How to Install PHPUnit Into XAMPP

by Woei Yu, May 21, 2015

Any developer worth his/her salt knows how important unit testing is. And when you are using with PHP, PHPUnit is easily the most popular Unit Testing framework.

Sometimes though PHPUnit can be hard to install on XAMPP so, in this article, I am going to cover step by step instructions on how I set up PHPUnit on my local Windows 7 machine.

Setting Up Your Environment

There are 3 steps you need to have done before installing PHPUnit.

1: Install XAMPP

First, obviously, you need to get and install XAMPP; if you already have it then skip to the next step.

XAMPP is a simple, lightweight Apache distribution that makes it extremely easy for developers to create a local web server for development and testing purposes. Everything you need to set up a Web server (Apache), database (MySQL), and programming language (PHP) – is included in a simple extractable file. XAMPP is also cross-platform, which means it works equally well on Linux, Mac and Windows.

I won’t go through how to install XAMPP because it is not the focus of this article and there are many sites to get help with installing XAMPP.

After XAMPP is installed, you’ll usually have your files in a directory like c:\xampp.

2: Install Composer

The next step is to download and install Composer; if you’ve already done that then skip to the next step.

Composer is a dependency manager that allows you to install all the things needed to run PHPUnit. Once you’ve downloaded the file, click on the install package.

Step 1: Starting Setup

Step 1: Starting Setup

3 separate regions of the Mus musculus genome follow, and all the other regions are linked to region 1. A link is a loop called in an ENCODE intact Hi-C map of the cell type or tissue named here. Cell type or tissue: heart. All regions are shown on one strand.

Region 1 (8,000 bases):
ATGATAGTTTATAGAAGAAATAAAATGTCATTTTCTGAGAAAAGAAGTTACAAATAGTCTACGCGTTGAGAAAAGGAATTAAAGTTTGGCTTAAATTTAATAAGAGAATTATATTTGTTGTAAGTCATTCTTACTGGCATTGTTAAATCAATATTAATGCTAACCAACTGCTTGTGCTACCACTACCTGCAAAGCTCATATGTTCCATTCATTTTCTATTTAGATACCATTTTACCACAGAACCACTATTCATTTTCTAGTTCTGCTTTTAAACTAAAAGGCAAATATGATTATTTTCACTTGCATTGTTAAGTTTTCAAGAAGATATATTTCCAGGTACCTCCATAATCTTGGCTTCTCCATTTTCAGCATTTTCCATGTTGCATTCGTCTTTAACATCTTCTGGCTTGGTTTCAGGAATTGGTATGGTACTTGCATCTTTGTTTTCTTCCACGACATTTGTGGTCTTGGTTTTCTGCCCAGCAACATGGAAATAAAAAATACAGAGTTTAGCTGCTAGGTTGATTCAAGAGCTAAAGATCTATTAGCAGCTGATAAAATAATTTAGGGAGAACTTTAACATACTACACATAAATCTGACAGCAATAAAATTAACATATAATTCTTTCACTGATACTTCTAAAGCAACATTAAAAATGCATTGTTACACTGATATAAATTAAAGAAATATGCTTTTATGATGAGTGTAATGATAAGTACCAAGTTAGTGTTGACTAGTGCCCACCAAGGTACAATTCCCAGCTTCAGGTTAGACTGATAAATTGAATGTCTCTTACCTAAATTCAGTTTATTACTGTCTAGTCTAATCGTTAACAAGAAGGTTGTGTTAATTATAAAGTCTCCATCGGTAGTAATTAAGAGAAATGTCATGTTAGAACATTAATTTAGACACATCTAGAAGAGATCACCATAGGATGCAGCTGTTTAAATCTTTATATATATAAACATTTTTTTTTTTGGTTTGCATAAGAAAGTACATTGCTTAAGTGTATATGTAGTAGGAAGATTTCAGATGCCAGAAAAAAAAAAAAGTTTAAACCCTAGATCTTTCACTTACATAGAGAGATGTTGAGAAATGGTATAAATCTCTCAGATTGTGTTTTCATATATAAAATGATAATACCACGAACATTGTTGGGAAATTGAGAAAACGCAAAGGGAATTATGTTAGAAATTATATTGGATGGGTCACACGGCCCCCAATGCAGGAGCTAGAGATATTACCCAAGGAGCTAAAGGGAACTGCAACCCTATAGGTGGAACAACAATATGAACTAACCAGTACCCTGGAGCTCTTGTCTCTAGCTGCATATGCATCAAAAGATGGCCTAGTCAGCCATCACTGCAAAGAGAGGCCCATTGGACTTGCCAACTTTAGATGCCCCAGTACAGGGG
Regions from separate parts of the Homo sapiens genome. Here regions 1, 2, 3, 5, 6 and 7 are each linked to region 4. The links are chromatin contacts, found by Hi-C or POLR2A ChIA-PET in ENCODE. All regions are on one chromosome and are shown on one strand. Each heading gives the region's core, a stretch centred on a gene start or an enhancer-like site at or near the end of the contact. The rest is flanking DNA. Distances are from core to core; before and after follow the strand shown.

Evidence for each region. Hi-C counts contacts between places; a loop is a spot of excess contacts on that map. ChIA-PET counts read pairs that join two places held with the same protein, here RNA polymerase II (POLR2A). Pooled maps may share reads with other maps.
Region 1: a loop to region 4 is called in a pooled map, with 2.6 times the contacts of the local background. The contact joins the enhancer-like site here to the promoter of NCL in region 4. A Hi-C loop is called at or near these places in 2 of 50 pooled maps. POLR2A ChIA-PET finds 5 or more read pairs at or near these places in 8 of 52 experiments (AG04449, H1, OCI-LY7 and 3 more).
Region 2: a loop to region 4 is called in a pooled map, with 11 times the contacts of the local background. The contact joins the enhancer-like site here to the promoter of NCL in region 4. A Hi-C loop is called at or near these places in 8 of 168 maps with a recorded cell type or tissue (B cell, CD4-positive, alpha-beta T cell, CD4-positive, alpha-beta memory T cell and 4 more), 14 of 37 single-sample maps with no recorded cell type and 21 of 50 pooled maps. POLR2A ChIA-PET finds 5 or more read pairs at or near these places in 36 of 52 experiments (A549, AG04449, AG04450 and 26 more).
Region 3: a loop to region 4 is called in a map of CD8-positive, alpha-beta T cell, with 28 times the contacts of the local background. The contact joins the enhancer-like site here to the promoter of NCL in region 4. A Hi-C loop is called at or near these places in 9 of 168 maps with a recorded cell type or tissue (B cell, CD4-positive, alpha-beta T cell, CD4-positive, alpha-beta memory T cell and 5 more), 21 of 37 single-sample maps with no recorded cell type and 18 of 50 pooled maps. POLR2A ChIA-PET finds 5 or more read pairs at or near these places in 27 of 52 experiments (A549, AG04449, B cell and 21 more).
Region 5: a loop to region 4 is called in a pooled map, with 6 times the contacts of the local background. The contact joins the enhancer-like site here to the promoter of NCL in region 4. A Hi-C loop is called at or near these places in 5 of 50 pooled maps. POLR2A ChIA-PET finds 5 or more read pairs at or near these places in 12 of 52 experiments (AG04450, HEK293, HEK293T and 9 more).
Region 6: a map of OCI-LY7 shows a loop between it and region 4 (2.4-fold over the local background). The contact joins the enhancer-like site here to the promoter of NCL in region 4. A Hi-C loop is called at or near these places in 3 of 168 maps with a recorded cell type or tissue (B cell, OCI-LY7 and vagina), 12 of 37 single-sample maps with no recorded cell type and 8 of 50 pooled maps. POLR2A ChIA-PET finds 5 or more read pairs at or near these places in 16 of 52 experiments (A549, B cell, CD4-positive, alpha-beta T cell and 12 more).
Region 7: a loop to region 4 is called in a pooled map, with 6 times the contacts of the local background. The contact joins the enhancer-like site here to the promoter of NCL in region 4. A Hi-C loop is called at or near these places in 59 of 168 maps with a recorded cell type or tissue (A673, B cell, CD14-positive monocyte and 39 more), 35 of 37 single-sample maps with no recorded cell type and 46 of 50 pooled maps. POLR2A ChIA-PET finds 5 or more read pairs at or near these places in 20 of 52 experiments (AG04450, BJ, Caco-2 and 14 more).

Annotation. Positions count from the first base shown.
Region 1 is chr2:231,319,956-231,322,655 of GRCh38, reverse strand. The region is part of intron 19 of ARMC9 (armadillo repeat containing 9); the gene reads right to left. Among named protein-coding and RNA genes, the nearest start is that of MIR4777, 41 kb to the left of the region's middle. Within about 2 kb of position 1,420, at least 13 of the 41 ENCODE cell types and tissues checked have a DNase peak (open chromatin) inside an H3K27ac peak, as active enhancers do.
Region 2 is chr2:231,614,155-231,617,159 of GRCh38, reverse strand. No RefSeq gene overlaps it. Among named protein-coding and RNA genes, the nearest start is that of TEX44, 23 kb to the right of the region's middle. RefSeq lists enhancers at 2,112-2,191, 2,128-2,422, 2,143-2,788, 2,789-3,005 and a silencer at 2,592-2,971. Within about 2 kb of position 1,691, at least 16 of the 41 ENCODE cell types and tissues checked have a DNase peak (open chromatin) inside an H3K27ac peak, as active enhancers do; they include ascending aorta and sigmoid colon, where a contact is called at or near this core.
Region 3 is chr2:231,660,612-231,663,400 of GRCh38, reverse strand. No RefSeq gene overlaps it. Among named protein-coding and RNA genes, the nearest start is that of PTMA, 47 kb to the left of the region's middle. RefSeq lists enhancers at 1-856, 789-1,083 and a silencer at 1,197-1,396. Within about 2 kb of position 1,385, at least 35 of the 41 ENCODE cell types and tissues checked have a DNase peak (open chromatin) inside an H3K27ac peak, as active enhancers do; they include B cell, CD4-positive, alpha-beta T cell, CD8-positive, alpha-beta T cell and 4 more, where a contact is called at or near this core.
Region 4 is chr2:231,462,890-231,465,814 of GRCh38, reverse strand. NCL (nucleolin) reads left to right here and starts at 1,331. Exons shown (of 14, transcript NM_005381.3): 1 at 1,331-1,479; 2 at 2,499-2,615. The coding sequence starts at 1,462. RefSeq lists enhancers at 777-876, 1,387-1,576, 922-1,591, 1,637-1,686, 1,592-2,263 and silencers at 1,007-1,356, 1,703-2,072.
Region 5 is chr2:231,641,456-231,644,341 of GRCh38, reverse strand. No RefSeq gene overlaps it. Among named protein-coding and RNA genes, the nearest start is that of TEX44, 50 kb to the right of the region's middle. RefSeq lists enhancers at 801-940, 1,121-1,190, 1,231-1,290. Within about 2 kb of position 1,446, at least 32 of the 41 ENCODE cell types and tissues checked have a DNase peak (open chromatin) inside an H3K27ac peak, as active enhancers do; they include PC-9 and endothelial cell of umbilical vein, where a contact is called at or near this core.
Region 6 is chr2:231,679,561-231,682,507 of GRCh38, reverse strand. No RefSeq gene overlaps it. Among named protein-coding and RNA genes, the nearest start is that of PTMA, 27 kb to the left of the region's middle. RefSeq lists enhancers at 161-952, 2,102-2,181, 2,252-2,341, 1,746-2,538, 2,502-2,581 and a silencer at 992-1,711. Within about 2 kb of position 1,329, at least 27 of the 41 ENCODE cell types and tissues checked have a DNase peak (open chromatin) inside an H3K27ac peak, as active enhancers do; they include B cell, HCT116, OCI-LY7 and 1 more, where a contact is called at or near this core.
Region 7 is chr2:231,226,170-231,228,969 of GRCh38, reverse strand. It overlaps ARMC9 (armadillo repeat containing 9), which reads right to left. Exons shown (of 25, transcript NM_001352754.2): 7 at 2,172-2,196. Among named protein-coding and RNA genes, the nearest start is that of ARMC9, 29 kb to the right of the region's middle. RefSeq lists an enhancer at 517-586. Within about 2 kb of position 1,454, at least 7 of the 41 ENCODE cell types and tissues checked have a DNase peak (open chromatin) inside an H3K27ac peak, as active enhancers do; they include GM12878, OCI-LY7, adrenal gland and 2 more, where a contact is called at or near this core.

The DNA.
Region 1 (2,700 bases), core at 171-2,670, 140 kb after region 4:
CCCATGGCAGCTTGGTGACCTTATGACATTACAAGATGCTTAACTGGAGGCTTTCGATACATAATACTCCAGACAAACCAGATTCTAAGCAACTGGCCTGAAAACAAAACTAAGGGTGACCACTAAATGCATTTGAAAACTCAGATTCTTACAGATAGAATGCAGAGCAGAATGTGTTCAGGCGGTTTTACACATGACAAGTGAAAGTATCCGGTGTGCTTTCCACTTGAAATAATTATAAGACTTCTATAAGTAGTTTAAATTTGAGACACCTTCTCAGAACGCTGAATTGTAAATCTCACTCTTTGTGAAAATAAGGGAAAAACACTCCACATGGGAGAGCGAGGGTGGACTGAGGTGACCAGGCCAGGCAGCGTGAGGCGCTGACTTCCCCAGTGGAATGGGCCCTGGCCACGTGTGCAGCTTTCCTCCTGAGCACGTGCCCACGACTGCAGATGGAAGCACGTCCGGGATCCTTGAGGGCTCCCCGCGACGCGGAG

Step 2: Accept the defaults

Step 2: Accept the defaults

Step 3: Navigate to the php.exe file

Step 3: Navigate to the php.exe file

On my machine, XAMPP is installed in c:\xampp, so my php.exe is located in c:\xampp\php\php.exe.

During the installation, I had this error message:

“The openssl extension is missing, which will reduce the security and stability of Composer. If possible you should enable it or recompile php with –with-openssl”

To fix that, go to php.ini file located within the PHP folder. In my particular situation, it is located in c:\xampp\php\php.ini. Search for “extension=php_openssl.dll”.

Uncomment the line by removing the semi-colon before it, save the file, and then continue the installation.

3: Activate XDebug

XAMPP comes pre-packaged with XDebug on all versions after 1.7; to activate XDebug, we need to edit php.ini file.

By default, all the XDebug parameters are commented out.

Just remove the semi-colon before all the lines to activate XDebug and save the php.ini file.

In order to put our new configuration to use, we’ll need to restart Apache.

To do that, open your XAMPP Control Panel, and click on “Stop” button.

To Stop the XAMPP Server

To Stop the XAMPP Server

Then click on the “Start” button to restart the server.

To Start the XAMPP Server

To Start the XAMPP Server

Installing PHPUnit

Now that everything is setup it’s time to install PHPUnit.